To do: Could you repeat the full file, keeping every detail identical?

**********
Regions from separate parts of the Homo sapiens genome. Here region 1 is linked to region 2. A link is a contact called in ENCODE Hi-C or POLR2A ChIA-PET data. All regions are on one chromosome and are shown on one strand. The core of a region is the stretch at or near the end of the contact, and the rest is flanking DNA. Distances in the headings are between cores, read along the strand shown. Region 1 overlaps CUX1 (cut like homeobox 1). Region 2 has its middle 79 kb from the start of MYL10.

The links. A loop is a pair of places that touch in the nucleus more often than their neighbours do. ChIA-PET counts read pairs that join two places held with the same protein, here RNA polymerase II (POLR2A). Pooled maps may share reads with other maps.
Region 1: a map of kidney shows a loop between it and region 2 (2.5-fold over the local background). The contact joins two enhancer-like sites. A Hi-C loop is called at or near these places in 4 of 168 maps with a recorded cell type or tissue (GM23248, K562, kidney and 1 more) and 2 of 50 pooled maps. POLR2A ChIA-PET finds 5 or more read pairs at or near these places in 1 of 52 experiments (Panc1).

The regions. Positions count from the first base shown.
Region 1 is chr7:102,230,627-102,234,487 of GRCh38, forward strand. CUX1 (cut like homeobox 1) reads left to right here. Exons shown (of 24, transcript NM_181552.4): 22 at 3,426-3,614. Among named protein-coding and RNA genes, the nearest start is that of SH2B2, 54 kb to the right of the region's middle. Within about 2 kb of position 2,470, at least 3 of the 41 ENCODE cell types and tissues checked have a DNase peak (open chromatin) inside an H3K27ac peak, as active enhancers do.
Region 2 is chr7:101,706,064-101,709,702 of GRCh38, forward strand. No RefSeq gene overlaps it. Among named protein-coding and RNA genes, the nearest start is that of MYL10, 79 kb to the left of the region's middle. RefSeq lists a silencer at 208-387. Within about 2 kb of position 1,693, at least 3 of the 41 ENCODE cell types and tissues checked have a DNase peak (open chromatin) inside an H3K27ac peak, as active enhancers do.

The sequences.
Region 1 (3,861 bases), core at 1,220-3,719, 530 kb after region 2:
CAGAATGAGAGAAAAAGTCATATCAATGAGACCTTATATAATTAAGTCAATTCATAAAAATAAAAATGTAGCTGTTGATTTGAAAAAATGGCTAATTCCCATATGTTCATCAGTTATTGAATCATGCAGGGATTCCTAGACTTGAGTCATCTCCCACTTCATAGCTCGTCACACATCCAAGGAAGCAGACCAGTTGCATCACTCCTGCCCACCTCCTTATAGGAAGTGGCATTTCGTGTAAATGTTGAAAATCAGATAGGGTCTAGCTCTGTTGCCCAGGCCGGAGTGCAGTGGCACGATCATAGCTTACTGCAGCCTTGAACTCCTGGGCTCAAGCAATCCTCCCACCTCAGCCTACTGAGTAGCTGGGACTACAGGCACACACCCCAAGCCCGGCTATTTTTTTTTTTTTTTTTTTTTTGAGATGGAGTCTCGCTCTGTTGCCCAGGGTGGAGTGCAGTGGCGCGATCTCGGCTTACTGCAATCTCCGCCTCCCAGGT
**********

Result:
Regions from separate parts of the Homo sapiens genome. Here region 1 is linked to region 2. A link is a contact called in ENCODE Hi-C or POLR2A ChIA-PET data. All regions are on one chromosome and are shown on one strand. The core of a region is the stretch at or near the end of the contact, and the rest is flanking DNA. Distances in the headings are between cores, read along the strand shown. Region 1 overlaps CUX1 (cut like homeobox 1). Region 2 has its middle 79 kb from the start of MYL10.

The links. A loop is a pair of places that touch in the nucleus more often than their neighbours do. ChIA-PET counts read pairs that join two places held with the same protein, here RNA polymerase II (POLR2A). Pooled maps may share reads with other maps.
Region 1: a map of kidney shows a loop between it and region 2 (2.5-fold over the local background). The contact joins two enhancer-like sites. A Hi-C loop is called at or near these places in 4 of 168 maps with a recorded cell type or tissue (GM23248, K562, kidney and 1 more) and 2 of 50 pooled maps. POLR2A ChIA-PET finds 5 or more read pairs at or near these places in 1 of 52 experiments (Panc1).

The regions. Positions count from the first base shown.
Region 1 is chr7:102,230,627-102,234,487 of GRCh38, forward strand. CUX1 (cut like homeobox 1) reads left to right here. Exons shown (of 24, transcript NM_181552.4): 22 at 3,426-3,614. Among named protein-coding and RNA genes, the nearest start is that of SH2B2, 54 kb to the right of the region's middle. Within about 2 kb of position 2,470, at least 3 of the 41 ENCODE cell types and tissues checked have a DNase peak (open chromatin) inside an H3K27ac peak, as active enhancers do.
Region 2 is chr7:101,706,064-101,709,702 of GRCh38, forward strand. No RefSeq gene overlaps it. Among named protein-coding and RNA genes, the nearest start is that of MYL10, 79 kb to the left of the region's middle. RefSeq lists a silencer at 208-387. Within about 2 kb of position 1,693, at least 3 of the 41 ENCODE cell types and tissues checked have a DNase peak (open chromatin) inside an H3K27ac peak, as active enhancers do.

The sequences.
Region 1 (3,861 bases), core at 1,220-3,719, 530 kb after region 2:
CAGAATGAGAGAAAAAGTCATATCAATGAGACCTTATATAATTAAGTCAATTCATAAAAATAAAAATGTAGCTGTTGATTTGAAAAAATGGCTAATTCCCATATGTTCATCAGTTATTGAATCATGCAGGGATTCCTAGACTTGAGTCATCTCCCACTTCATAGCTCGTCACACATCCAAGGAAGCAGACCAGTTGCATCACTCCTGCCCACCTCCTTATAGGAAGTGGCATTTCGTGTAAATGTTGAAAATCAGATAGGGTCTAGCTCTGTTGCCCAGGCCGGAGTGCAGTGGCACGATCATAGCTTACTGCAGCCTTGAACTCCTGGGCTCAAGCAATCCTCCCACCTCAGCCTACTGAGTAGCTGGGACTACAGGCACACACCCCAAGCCCGGCTATTTTTTTTTTTTTTTTTTTTTTGAGATGGAGTCTCGCTCTGTTGCCCAGGGTGGAGTGCAGTGGCGCGATCTCGGCTTACTGCAATCTCCGCCTCCCAGGT